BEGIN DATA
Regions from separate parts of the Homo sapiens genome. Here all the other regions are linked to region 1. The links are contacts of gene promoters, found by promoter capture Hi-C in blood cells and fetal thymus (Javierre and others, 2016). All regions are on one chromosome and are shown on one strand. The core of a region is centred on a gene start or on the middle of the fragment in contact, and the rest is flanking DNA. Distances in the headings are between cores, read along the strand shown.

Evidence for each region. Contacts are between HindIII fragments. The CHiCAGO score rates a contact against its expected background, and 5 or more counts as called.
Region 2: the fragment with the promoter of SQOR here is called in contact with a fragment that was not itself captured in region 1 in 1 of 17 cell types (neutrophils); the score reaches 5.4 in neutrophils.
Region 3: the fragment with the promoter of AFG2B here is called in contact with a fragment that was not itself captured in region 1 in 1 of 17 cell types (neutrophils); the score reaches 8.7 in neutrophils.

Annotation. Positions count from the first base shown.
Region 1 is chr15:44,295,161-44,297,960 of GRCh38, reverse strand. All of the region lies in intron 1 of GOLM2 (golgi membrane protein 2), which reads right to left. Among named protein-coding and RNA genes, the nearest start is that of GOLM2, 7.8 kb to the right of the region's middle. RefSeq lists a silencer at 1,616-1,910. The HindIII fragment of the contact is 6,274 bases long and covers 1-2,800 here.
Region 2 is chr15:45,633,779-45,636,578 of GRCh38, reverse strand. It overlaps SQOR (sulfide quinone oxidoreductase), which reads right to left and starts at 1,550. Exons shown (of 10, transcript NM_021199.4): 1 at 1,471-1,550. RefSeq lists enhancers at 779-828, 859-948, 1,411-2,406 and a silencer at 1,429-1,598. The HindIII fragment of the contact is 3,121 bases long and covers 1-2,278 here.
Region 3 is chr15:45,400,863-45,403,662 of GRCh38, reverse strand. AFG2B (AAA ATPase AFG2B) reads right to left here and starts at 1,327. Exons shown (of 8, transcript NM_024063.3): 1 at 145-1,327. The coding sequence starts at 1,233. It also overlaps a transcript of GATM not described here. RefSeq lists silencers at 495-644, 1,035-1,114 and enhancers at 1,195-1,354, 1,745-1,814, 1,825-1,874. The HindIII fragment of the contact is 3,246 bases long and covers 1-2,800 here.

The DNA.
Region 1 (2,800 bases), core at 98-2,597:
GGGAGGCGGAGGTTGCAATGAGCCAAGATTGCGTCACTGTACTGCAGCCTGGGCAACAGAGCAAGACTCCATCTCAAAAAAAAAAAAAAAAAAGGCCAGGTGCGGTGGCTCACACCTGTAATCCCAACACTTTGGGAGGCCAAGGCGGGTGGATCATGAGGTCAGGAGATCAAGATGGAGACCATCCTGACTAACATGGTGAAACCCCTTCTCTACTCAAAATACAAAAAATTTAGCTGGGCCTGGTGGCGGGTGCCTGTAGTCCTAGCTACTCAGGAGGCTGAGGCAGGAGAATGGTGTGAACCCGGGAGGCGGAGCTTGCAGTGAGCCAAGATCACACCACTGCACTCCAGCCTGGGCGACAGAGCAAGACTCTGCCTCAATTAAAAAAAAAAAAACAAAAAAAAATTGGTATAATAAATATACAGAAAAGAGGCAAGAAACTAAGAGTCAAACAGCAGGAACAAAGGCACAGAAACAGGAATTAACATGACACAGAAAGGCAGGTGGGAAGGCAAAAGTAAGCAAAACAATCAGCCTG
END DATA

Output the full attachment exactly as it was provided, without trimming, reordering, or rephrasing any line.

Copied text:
Regions from separate parts of the Homo sapiens genome. Here all the other regions are linked to region 1. The links are contacts of gene promoters, found by promoter capture Hi-C in blood cells and fetal thymus (Javierre and others, 2016). All regions are on one chromosome and are shown on one strand. The core of a region is centred on a gene start or on the middle of the fragment in contact, and the rest is flanking DNA. Distances in the headings are between cores, read along the strand shown.

Evidence for each region. Contacts are between HindIII fragments. The CHiCAGO score rates a contact against its expected background, and 5 or more counts as called.
Region 2: the fragment with the promoter of SQOR here is called in contact with a fragment that was not itself captured in region 1 in 1 of 17 cell types (neutrophils); the score reaches 5.4 in neutrophils.
Region 3: the fragment with the promoter of AFG2B here is called in contact with a fragment that was not itself captured in region 1 in 1 of 17 cell types (neutrophils); the score reaches 8.7 in neutrophils.

Annotation. Positions count from the first base shown.
Region 1 is chr15:44,295,161-44,297,960 of GRCh38, reverse strand. All of the region lies in intron 1 of GOLM2 (golgi membrane protein 2), which reads right to left. Among named protein-coding and RNA genes, the nearest start is that of GOLM2, 7.8 kb to the right of the region's middle. RefSeq lists a silencer at 1,616-1,910. The HindIII fragment of the contact is 6,274 bases long and covers 1-2,800 here.
Region 2 is chr15:45,633,779-45,636,578 of GRCh38, reverse strand. It overlaps SQOR (sulfide quinone oxidoreductase), which reads right to left and starts at 1,550. Exons shown (of 10, transcript NM_021199.4): 1 at 1,471-1,550. RefSeq lists enhancers at 779-828, 859-948, 1,411-2,406 and a silencer at 1,429-1,598. The HindIII fragment of the contact is 3,121 bases long and covers 1-2,278 here.
Region 3 is chr15:45,400,863-45,403,662 of GRCh38, reverse strand. AFG2B (AAA ATPase AFG2B) reads right to left here and starts at 1,327. Exons shown (of 8, transcript NM_024063.3): 1 at 145-1,327. The coding sequence starts at 1,233. It also overlaps a transcript of GATM not described here. RefSeq lists silencers at 495-644, 1,035-1,114 and enhancers at 1,195-1,354, 1,745-1,814, 1,825-1,874. The HindIII fragment of the contact is 3,246 bases long and covers 1-2,800 here.

The DNA.
Region 1 (2,800 bases), core at 98-2,597:
GGGAGGCGGAGGTTGCAATGAGCCAAGATTGCGTCACTGTACTGCAGCCTGGGCAACAGAGCAAGACTCCATCTCAAAAAAAAAAAAAAAAAAGGCCAGGTGCGGTGGCTCACACCTGTAATCCCAACACTTTGGGAGGCCAAGGCGGGTGGATCATGAGGTCAGGAGATCAAGATGGAGACCATCCTGACTAACATGGTGAAACCCCTTCTCTACTCAAAATACAAAAAATTTAGCTGGGCCTGGTGGCGGGTGCCTGTAGTCCTAGCTACTCAGGAGGCTGAGGCAGGAGAATGGTGTGAACCCGGGAGGCGGAGCTTGCAGTGAGCCAAGATCACACCACTGCACTCCAGCCTGGGCGACAGAGCAAGACTCTGCCTCAATTAAAAAAAAAAAAACAAAAAAAAATTGGTATAATAAATATACAGAAAAGAGGCAAGAAACTAAGAGTCAAACAGCAGGAACAAAGGCACAGAAACAGGAATTAACATGACACAGAAAGGCAGGTGGGAAGGCAAAAGTAAGCAAAACAATCAGCCTG